Overcoming the threshold
Some political observers called the new 5% threshold "a conspiracy of big parties against small parties" that might have had a chance of being represented the parliament had the previous 3% threshold been preserved. Yet recent opinion polls show that some parties outside the top league could still secure several mandates for their members.
The results of the poll conducted by the reputable Democratic Initiatives Foundation, together with the Ukrainian Sociology Service, in November and December show that five political parties will be represented in the next parliament:
Batkivshchyna (18.8%, +2.7 compared with March 2010 poll). The situation in the party is complicated by the imprisonment of its charismatic leader and ex-PM Yulia Tymoshenko. The party still has to decide who is going to be their number one on the ballot. Batkivshchyna promotes western standards, European integration and liberal conditions for business.
Party of Regions (17.8%, -5% compared with March 2010 poll). The ruling party has two formal leaders - President Viktor Yanukovych and PM Mykola Azarov, who is in charge of the party. The ratings of both dropped due to unsuccessful economic policies that impede development of business, poor social policy and attacks on their political opponents that have received strong criticism from the West. Officially declares parity in its relations with the EU and Russia, but has appeared to tilt toward the east.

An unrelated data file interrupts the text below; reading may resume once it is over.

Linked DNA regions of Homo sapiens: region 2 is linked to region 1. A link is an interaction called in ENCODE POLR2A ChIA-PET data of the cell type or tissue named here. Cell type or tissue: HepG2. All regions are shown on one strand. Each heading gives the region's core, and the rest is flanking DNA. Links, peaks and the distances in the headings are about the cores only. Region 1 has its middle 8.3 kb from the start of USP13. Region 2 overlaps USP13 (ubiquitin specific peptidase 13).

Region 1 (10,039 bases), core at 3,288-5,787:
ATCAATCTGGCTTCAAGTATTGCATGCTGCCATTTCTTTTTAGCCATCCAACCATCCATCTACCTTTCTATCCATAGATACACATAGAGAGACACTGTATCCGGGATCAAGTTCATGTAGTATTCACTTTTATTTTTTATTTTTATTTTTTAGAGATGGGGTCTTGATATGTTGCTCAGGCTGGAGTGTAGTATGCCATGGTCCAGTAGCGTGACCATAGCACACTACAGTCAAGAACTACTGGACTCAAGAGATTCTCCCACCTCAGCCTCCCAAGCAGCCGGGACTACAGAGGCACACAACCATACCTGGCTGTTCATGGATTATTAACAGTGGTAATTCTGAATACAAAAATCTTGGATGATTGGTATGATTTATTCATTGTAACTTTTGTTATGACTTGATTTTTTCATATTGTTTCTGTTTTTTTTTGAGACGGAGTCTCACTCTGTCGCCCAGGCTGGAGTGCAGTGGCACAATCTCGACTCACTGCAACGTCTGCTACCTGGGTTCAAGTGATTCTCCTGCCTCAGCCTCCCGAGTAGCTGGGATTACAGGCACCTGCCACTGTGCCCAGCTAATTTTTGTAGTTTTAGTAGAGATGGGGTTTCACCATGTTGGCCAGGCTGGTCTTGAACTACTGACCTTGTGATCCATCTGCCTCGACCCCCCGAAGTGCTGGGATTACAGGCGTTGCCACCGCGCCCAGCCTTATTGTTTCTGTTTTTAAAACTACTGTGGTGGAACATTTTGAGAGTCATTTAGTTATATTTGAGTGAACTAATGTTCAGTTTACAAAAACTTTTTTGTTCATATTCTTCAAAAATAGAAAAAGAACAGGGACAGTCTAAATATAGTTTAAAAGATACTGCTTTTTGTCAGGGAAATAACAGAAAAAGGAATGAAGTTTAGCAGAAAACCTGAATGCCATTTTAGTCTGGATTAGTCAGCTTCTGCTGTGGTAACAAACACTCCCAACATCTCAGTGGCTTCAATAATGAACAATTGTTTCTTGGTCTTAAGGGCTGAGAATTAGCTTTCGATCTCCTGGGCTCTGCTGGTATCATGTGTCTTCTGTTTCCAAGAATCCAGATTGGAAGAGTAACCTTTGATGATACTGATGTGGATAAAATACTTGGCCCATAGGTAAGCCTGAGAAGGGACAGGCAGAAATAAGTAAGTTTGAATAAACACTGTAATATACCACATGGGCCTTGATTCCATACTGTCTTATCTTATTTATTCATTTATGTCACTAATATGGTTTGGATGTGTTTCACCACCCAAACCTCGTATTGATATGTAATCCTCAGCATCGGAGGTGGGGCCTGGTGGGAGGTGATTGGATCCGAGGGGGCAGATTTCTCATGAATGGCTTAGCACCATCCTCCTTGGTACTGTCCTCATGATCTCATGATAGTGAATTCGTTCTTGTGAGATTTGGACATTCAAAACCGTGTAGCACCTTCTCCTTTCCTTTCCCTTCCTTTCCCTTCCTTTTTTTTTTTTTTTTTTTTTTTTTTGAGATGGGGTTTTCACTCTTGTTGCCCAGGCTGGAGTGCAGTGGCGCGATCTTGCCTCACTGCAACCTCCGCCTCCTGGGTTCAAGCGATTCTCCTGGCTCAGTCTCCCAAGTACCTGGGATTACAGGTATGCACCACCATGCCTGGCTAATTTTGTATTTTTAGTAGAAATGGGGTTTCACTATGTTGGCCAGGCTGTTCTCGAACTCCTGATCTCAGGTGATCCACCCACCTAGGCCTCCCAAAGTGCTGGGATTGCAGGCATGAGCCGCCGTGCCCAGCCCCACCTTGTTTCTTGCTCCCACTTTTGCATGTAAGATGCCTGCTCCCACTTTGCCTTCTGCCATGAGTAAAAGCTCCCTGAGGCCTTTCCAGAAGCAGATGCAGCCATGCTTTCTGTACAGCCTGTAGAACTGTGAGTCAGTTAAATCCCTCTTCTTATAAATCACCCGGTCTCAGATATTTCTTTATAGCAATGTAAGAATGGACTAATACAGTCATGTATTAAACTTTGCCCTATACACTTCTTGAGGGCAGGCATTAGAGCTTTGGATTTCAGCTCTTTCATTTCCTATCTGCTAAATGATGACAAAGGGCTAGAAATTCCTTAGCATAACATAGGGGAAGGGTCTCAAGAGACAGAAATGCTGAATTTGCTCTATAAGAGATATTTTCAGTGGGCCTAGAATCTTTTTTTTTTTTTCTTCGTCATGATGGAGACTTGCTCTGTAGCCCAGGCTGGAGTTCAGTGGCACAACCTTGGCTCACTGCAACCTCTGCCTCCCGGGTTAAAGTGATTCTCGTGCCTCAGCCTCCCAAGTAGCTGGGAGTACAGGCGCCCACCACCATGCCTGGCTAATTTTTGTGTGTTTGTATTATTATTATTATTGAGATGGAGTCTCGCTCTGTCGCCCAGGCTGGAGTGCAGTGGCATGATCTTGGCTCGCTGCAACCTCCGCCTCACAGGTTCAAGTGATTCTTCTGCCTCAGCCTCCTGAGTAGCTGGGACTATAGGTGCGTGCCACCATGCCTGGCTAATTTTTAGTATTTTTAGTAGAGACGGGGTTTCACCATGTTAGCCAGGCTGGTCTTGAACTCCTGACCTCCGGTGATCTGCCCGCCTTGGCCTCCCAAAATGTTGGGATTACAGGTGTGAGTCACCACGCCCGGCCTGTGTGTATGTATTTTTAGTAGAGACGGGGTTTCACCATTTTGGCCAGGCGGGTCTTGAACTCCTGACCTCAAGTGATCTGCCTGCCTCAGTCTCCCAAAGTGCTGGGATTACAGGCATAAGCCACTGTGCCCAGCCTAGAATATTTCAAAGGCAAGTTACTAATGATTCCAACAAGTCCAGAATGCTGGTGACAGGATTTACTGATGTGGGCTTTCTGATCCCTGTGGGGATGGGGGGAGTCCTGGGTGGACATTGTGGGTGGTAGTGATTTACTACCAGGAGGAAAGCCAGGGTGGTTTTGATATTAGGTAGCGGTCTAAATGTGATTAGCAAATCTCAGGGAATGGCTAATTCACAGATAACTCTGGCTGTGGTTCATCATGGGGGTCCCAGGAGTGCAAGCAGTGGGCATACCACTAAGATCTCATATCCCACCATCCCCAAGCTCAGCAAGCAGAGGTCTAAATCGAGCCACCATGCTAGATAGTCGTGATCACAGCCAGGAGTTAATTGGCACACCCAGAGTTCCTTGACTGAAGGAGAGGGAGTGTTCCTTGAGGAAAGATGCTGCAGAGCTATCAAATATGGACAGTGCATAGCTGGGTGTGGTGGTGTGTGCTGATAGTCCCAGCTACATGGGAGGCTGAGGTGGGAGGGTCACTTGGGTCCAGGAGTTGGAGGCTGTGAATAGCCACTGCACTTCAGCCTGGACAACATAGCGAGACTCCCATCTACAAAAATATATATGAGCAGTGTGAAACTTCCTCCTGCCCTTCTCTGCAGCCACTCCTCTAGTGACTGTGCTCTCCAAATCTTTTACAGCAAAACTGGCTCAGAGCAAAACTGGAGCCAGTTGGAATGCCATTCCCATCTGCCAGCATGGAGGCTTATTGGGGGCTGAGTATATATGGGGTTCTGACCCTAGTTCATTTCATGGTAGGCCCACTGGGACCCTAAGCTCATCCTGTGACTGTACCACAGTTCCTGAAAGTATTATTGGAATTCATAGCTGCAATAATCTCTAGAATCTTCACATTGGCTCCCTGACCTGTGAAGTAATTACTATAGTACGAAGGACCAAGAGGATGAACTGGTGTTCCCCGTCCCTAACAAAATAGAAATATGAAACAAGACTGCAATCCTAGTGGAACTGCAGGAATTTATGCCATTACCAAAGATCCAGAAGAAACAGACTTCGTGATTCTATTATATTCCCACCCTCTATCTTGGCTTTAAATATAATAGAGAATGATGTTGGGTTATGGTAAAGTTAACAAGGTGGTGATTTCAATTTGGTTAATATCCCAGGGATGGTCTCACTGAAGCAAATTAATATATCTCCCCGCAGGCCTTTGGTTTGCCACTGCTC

Front zmin (11.4%, +6.1% compared with March 2010 poll). The biggest trump card of this party is its young and ambitious 37-year-old leader Arseniy Yatsenyuk, who can boast of having held several high ranking positions. The party officially criticizes policies of the current president and his team, yet it stays in the "constructive opposition" niche. Just like Batkivshchyna, it values western standards and cooperation with the West.
Communist Party of Ukraine (8.4%, +4.4% compared with March 2010 poll). The Communists, with a small faction in the parliament, have a chance to increase their presence. After numerous scandals within the party, Petro Symonenko is ready to monopolize the votes of the left-wing electorate as rivals - socialists and other minor parties - are too weak to compete. The Communists have always been faithful to their geopolitical agenda - closer ties with Russia and the CIS.
Ukrainian Democratic Alliance for Reforms, or Udar (5.8%). Udar - the abbreviation also means "punch" - is a political creation of the current WBC world heavyweight champion Vitaliy Klitschko. He lost the Kyiv mayoral election in 2008, but his party was elected to the city council. Udar stands on a pro-western platform and could potentially form a coalition with Batkivshchyna and Front zmin.